During Lifeline’s Stress Down Day- 22 July 2016
by Clinical Psychologist, Cherie Dalton
What’s for dinner? I’m running late! Another bill to pay. Buy a gift. People coming for lunch. Have to work back late. Nothing ironed. Fitting in exercise. Getting to bed late again. Lunch boxes. Early starts. Family arguments. Fridge leaking. Stuck in traffic. Another negative news story.
Aaarrrrgghhh “STOP THE WORLD, I WANT TO GET OFF!” The good news is, it’s Stress Down Day and there is much we can do to reduce the stress by being aware.
Our nervous system has an accelerator and a brake! Much like our immune system, when there is threat to our health, our immune system fires up to handle the impact and returns to normal once we are well again. At times of increased demand and stress, our sympathetic nervous system accelerates to deal with the stress by producing stress hormones that assist our body to be ready to fight, flee or freeze. The result is increased heart rate, faster breathing, increased alertness, tense muscles, readiness to react, decreased appetite and disrupted sleep. Once the stress has passed, our parasympathetic nervous system applies the brakes and we return to our normal calmer selves. In other words, the parasympathetic system functions to help us ‘rest and digest’.
At times of enduring stress such as our modern, busy lives we have little down time to apply the brakes and our nervous systems are expected to continue firing with no rest. Just as we need to nurture our immune systems to support physical health, it’s vital that we recognise our bodies need to ‘control-alt-delete’ from the physical and emotional impacts of stress and to apply the brakes. Our minds and bodies need a rest from the stress and a good deal more sleep! The following suggestions assist us to apply the brakes and support our parasympathetic nervous system to cope with daily life.
- Eat well no matter how busy you are (for some people, just remembering to eat is helpful!)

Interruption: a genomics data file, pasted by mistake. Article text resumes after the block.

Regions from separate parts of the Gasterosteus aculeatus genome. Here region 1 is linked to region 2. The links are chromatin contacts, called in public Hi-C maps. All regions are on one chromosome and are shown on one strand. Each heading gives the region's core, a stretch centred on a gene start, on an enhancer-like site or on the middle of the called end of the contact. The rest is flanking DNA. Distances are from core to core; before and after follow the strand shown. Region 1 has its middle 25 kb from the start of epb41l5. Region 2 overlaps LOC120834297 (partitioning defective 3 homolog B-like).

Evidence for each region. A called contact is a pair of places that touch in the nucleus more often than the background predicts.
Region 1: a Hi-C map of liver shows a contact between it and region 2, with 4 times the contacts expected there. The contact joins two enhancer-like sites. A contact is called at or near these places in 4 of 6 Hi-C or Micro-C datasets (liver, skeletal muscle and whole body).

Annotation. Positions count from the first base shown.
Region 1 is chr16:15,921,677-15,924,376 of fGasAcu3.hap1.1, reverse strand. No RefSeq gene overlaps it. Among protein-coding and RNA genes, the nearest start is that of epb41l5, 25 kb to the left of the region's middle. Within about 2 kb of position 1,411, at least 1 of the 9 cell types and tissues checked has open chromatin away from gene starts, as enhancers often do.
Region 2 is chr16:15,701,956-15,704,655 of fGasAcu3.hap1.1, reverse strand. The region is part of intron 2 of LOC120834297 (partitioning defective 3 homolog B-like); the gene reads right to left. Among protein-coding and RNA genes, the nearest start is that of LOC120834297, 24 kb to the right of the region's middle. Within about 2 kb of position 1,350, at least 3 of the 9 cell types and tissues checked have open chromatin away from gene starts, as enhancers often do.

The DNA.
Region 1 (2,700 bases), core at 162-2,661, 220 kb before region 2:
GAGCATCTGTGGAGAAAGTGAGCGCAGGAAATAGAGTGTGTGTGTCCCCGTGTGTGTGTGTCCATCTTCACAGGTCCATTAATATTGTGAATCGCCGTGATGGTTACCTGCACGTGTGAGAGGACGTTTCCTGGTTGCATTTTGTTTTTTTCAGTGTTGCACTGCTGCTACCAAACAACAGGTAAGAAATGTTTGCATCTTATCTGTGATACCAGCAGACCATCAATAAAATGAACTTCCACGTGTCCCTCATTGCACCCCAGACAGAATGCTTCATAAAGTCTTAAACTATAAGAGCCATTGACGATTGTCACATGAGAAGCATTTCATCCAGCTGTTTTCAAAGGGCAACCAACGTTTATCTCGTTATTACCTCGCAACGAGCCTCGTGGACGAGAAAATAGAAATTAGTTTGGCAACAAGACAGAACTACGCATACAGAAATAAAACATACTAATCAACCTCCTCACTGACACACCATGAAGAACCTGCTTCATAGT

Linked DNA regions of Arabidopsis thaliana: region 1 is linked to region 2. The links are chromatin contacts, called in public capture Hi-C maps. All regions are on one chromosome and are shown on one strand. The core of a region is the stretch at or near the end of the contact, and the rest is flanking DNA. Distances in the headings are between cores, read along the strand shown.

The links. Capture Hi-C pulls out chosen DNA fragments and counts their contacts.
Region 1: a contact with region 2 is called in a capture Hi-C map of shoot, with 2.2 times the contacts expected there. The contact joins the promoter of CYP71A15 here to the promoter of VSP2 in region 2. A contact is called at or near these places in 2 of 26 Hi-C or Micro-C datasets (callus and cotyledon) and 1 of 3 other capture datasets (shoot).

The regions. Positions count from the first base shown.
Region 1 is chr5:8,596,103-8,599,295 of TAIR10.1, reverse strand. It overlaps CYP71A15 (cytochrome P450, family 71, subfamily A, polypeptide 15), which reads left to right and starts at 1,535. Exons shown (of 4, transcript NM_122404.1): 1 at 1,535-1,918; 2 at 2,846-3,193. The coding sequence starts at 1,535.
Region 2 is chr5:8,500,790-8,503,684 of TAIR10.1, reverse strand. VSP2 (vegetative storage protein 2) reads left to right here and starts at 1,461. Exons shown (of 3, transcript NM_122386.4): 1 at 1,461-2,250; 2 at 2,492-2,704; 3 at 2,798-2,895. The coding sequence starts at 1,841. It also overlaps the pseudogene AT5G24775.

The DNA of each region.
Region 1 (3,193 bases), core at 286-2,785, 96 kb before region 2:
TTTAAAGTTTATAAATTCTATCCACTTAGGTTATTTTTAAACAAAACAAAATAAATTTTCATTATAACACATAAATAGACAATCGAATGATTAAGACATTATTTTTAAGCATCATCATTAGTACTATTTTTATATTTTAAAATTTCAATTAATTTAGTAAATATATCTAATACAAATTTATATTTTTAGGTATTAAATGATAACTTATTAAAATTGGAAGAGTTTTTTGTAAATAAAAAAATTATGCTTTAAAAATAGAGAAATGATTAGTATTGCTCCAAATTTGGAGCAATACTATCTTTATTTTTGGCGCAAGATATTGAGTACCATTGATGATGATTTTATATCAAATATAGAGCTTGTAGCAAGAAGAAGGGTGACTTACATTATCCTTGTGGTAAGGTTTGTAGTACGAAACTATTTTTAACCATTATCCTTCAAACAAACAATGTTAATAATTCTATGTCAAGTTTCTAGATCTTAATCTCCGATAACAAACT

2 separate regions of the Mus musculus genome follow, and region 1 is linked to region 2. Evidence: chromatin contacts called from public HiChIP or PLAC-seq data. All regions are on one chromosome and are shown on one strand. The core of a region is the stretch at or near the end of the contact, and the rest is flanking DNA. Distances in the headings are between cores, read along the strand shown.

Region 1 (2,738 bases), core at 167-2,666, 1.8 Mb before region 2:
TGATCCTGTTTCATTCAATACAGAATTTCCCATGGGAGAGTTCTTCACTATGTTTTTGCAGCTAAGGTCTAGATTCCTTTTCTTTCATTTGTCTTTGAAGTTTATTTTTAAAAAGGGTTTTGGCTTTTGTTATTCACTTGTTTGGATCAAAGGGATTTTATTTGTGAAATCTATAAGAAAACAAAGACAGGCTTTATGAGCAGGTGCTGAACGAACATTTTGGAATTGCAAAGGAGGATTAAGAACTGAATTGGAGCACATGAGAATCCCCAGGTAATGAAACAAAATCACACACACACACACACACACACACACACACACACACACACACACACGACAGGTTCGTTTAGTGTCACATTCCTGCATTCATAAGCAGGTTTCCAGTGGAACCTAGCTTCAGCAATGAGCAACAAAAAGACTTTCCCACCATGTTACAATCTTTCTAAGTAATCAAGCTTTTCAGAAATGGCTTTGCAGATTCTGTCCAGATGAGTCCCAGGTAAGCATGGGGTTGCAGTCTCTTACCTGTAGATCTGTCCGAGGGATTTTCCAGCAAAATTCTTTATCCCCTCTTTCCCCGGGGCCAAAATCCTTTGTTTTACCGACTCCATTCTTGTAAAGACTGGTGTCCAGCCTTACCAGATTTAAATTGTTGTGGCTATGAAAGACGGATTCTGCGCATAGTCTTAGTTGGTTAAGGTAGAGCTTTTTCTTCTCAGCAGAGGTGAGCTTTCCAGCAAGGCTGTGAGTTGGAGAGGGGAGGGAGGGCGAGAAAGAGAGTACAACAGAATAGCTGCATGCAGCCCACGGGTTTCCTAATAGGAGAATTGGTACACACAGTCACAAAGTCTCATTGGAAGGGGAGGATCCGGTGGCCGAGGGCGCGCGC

- Keep tabs on your caffeine intake
- Remember to keep up your water intake
- Find a buffer between work and home life (e.g take a walk, go to the gym, put on some music, call a friend before arriving home)
- Notice if you are taking responsibility for things you don’t need to
- Reintroduce the things that help keep life balanced (these are often removed during stressful times)
- Walk and notice what you can hear, smell, see and touch
- Ask yourself what you are grateful for each morning (just 3 things!)
- Look at someone you care about in the eyes and notice what they mean to you
- Ask yourself “Do we need a night out without the kids?”
- Leave work on time and make a social arrangement or commitment to help you do this
- Consider if there is something that can be delegated or worked on collaboratively
- Spend time with nature – plan a bushwalk, a picnic, fish and chips and a walk at the waterfront or on the beach, take City Cat somewhere, sit on the grass, lie and look at the clouds
- Try the free trial of the HeadSpace App to learn about meditation
- Commit to getting to bed earlier and ensure no screen time before bed
- Take a hot bath with Epsom Salts.
If you feel you’ve been under chronic stress for a while and you are concerned about its impact on your mood, chat to your doctor and consider a referral to a psychologist. There is much that can be done to ease and prevent the negative effects of stress. For more information on our team of Clinical Psychologists at Psychology Consultants visit our Brisbane Psychologists page.